Topic: MRS. DALLOWAY, PART II, 4-14-2000 (11 of 13), Read 15 times Conf: CLASSICS CORNER From: Sherry Keller (shkell@earthlink.net) Date: Saturday, April 22, 2000 05:58 PM And then I liked them both, but for different reasons. I wasn't consciously comparing TH to MD; I tried to let it just wash over me, as if I hadn't read MD. When the connections were obvious, they felt very right and unforced. I didn't think the book was morbid at all. Just goes to show how differently we can interpret these things. And that's just wonderful. How boring if we all experienced everything the same. Sherry
Topic: MRS. DALLOWAY, PART II, 4-14-2000 (12 of 13), Read 9 times Conf: CLASSICS CORNER From: Ann Davey (davey@tconl.com) Date: Saturday, April 22, 2000 09:20 PM Christina, Very interesting observations. Could you elaborate a little on the statement that THE HOURS was more "cynical"? I wouldn't have applied that word to it, but you must have seen something I didn't. Ann
Topic: MRS. DALLOWAY, PART II, 4-14-2000 (13 of 13), Read 2 times Conf: CLASSICS CORNER From: Tonya Presley (tpresley@swbell.net) Date: Sunday, April 23, 2000 01:59 AM I didn't read Mrs. Dalloway, but I got some sort of look at all the messages, scanning some and reading more as I copied and pasted them to their web page. And so when I read The Hours, there were a ton of things I'd already seen mentioned in this topic which seemed familiar. There were flowers everywhere. There was a party in the preparation stage. There was the kiss from MD echoed in the VW section (with her sister) and in the middle section (with the neighbor). There was, of course, a suicide. And a lot more. But, I feel your question is in regard to the bigger picture, and as to that I can only say that The Hours had a dreamy quality that I sensed was also there in Mrs. Dalloway. Tonya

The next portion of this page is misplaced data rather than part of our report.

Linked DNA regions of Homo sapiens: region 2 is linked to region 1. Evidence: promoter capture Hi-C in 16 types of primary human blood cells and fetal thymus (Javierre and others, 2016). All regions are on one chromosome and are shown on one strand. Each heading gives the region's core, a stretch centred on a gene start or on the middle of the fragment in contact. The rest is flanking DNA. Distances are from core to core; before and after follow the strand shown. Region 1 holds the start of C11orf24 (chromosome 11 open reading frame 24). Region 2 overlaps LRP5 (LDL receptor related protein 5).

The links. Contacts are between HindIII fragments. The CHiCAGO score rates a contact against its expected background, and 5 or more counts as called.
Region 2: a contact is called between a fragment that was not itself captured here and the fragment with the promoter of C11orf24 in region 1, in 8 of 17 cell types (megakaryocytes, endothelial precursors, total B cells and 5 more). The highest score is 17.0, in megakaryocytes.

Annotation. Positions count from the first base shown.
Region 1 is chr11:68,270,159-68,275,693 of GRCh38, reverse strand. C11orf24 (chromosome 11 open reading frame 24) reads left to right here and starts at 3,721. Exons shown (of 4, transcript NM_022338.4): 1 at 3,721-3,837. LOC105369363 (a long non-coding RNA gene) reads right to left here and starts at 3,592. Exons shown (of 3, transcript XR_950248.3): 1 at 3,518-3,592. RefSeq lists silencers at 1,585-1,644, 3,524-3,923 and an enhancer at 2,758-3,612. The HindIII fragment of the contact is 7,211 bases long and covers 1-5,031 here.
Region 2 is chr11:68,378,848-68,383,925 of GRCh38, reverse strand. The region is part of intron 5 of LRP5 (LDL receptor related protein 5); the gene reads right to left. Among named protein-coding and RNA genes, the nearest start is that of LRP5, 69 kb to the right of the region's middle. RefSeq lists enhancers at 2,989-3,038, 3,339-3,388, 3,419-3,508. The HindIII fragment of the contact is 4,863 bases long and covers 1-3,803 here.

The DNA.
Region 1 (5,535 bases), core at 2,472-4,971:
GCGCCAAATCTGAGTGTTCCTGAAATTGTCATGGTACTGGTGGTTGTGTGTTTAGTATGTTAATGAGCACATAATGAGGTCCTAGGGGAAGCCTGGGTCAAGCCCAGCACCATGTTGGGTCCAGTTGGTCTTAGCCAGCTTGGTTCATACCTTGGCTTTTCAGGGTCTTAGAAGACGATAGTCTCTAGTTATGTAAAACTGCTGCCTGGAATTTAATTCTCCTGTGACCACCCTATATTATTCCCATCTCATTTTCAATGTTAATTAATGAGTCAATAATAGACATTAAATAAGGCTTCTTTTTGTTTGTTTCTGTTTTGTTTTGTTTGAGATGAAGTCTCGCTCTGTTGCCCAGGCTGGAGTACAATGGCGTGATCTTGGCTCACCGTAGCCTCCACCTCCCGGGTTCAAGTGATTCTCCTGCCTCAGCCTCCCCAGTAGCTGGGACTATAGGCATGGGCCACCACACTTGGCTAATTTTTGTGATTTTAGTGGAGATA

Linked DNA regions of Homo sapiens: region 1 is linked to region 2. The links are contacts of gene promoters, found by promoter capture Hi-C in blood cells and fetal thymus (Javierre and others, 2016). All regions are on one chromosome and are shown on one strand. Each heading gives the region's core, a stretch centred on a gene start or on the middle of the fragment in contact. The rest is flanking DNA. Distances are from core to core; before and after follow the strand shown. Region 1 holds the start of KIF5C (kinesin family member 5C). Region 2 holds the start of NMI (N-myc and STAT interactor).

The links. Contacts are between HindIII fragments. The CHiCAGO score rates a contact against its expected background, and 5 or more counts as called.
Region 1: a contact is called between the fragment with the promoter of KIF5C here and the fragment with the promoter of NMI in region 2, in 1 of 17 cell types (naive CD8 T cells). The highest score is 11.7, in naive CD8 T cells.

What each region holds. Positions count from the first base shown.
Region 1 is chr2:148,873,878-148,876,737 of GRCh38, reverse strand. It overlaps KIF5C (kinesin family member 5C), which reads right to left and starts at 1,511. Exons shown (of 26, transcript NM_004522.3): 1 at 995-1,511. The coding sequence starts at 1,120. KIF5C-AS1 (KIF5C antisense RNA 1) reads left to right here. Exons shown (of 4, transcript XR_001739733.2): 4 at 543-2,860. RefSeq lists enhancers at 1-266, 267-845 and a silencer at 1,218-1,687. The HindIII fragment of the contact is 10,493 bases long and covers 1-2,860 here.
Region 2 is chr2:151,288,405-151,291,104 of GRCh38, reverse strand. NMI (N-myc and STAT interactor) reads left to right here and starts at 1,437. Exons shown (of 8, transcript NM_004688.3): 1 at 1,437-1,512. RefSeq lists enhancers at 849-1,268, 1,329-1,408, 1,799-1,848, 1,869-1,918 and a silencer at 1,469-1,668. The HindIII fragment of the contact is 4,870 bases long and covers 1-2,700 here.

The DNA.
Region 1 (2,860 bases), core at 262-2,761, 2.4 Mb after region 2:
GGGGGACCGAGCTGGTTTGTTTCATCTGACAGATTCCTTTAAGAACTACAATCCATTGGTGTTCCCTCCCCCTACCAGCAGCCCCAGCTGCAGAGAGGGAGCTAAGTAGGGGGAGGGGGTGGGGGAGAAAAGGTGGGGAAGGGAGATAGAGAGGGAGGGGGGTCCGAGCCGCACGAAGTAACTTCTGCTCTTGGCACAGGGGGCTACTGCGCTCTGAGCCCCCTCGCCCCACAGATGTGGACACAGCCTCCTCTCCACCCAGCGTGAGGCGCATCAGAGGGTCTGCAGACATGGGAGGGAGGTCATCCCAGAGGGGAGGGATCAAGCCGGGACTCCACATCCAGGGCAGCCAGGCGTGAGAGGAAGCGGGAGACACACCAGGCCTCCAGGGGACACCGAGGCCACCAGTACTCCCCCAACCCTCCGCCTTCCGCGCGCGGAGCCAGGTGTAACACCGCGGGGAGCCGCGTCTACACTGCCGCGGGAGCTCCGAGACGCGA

Topic: MRS. DALLOWAY, PART II, 4-14-2000 (14 of 15), Read 29 times Conf: CLASSICS CORNER From: Christina Devitt (cdevitt@packer.edu) Date: Sunday, April 23, 2000 07:55 PM Ann, I feel torn between this thread and the CR one about TH, but I decided to post more about TH in CR, probably because to me it seems impossible to read TH without reading MD, but reading MD and not TH seems more plausible so I don't want to tangle this thread. Newbie learning protocol - Christina
Topic: MRS. DALLOWAY, PART II, 4-14-2000 (15 of 15), Read 28 times Conf: CLASSICS CORNER From: Steve Warbasse (wk4@uswest.net) Date: Monday, April 24, 2000 06:50 AM Christina, I think you can be assured that in much less than ten years Michael Cunningham will be the answer to a literary trivia question. (Who won the Pulitzer Prize for fiction in 1999?) Virginia Woolf, who has already endured for a long time, will have a large following for many decades to come. STEVE